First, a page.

That does not mean going to war. It does mean working to induce North Korea’s military and political elites to depose the dictator. It means circumventing the information blackout Pyongyang imposes within its borders, and flooding North Koreans with accurate information about the crimes of their rulers — and encouraging them to rise up in their own liberation. It means persuading China of the benefits it would realize from helping to bring about a post-Kim North Korea. Just for starters, those benefits include a much greater likelihood that two key US allies, Japan and South Korea, won’t be tempted to build nuclear arsenals of their own.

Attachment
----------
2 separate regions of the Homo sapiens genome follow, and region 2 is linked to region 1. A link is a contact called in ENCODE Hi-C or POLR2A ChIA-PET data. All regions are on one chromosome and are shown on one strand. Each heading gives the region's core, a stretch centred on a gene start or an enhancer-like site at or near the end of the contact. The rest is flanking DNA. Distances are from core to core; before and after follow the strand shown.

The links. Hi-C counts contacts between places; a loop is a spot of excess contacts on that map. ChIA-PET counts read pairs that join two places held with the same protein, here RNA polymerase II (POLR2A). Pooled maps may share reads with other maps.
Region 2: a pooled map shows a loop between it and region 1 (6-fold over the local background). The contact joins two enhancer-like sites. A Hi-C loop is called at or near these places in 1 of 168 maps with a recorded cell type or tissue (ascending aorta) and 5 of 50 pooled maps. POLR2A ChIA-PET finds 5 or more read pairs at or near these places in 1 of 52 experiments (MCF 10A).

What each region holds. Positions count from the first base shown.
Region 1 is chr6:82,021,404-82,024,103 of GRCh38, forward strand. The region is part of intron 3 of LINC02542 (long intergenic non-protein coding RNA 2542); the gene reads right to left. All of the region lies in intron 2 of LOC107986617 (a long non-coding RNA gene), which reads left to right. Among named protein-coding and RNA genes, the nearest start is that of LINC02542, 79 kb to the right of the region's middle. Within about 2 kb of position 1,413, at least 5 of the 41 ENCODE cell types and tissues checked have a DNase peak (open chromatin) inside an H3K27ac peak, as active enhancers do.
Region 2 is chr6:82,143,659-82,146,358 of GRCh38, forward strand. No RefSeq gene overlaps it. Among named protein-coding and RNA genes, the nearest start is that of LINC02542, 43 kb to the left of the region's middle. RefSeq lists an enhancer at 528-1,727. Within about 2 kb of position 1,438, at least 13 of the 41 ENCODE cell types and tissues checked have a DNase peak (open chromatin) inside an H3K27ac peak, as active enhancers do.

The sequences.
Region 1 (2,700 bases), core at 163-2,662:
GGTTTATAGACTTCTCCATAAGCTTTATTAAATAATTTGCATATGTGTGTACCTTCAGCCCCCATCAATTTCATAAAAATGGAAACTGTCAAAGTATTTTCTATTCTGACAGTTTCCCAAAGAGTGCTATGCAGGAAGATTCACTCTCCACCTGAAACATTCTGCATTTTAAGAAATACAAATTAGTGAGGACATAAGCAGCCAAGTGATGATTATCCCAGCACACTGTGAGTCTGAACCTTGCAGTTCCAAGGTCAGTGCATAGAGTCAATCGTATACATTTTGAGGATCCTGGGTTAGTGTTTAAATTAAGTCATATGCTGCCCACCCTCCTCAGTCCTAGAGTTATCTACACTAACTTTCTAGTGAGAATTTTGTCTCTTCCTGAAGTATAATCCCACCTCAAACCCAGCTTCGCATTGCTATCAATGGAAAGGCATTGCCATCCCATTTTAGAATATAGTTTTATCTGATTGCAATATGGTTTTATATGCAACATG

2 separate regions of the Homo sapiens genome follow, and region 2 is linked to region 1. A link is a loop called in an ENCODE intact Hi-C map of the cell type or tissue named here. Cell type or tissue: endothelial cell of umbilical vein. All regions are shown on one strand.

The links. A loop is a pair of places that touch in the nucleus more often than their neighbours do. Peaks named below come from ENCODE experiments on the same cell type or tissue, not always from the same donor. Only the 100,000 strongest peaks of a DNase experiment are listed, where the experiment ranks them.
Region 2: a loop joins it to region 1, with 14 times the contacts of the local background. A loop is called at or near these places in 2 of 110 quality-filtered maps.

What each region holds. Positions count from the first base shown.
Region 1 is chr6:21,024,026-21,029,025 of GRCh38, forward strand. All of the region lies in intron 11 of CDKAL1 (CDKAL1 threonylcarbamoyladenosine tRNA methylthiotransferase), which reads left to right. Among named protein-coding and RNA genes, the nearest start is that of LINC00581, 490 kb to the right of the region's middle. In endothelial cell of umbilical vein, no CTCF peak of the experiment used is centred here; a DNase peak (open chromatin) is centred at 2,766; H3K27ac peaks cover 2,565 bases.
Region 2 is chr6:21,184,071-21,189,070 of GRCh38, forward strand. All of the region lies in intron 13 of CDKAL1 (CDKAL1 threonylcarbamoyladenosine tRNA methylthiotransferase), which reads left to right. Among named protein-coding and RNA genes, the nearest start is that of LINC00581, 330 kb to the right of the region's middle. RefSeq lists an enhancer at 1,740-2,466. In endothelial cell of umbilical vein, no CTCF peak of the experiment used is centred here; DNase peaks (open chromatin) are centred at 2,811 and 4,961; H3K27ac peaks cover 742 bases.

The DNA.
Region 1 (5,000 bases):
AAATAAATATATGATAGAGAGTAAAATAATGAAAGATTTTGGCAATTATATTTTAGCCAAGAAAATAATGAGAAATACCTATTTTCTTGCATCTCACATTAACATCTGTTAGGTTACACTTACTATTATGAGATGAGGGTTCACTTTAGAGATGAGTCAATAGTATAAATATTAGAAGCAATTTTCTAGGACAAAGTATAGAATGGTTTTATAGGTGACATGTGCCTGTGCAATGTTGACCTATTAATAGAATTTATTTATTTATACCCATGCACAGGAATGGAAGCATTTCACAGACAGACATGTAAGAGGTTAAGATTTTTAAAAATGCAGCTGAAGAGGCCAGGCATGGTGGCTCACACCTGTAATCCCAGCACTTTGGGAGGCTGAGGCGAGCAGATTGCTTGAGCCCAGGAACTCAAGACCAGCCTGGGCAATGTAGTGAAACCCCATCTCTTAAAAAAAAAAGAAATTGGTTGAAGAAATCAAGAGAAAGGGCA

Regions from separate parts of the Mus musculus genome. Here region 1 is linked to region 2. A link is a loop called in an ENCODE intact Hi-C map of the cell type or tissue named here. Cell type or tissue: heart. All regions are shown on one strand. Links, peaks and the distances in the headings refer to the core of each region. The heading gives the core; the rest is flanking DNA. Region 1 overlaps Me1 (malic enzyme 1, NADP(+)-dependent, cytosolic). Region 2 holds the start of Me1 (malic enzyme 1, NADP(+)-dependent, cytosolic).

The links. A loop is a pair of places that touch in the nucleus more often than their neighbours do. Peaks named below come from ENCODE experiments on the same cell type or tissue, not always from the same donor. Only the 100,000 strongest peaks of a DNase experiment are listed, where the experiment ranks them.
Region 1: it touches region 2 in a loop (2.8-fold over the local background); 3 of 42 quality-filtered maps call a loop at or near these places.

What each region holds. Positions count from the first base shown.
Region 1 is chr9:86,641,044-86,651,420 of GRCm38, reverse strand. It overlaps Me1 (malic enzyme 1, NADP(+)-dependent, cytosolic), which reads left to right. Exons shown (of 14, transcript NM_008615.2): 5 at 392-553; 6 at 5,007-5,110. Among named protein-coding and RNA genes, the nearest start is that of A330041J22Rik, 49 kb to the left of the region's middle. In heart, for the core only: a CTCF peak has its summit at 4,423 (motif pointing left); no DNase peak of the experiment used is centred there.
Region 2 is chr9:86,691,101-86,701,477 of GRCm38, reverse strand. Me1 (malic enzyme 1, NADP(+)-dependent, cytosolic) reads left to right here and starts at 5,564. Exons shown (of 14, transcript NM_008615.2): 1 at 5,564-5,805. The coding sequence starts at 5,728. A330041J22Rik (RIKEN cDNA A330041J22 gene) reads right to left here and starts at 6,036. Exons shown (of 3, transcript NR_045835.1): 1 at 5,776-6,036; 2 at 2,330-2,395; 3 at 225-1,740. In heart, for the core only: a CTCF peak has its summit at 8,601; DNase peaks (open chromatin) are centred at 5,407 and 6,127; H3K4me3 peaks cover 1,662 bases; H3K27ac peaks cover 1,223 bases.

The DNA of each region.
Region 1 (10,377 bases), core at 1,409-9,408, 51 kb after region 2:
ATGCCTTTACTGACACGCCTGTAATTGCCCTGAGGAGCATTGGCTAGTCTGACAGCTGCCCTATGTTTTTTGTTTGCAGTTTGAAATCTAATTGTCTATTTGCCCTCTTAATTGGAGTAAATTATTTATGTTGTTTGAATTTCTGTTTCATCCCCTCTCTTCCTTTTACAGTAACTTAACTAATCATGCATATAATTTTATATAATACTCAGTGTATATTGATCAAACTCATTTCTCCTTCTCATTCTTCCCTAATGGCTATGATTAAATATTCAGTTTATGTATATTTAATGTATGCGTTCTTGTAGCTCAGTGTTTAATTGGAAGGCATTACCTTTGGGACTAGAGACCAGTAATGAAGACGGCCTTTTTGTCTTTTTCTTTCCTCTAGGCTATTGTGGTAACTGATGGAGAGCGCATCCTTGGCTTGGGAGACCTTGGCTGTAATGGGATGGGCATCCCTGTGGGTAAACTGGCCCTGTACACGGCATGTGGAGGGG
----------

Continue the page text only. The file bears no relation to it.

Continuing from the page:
Stephen Bryen, a former staff director of the Senate Foreign Relations Committee, urges the creation of a North Korean government-in-exile, formally recognized and supported by the United States. That would establish an alternative to the Kim regime as a concrete option, which could induce even more officials “to bolt from the regime or even sabotage it.”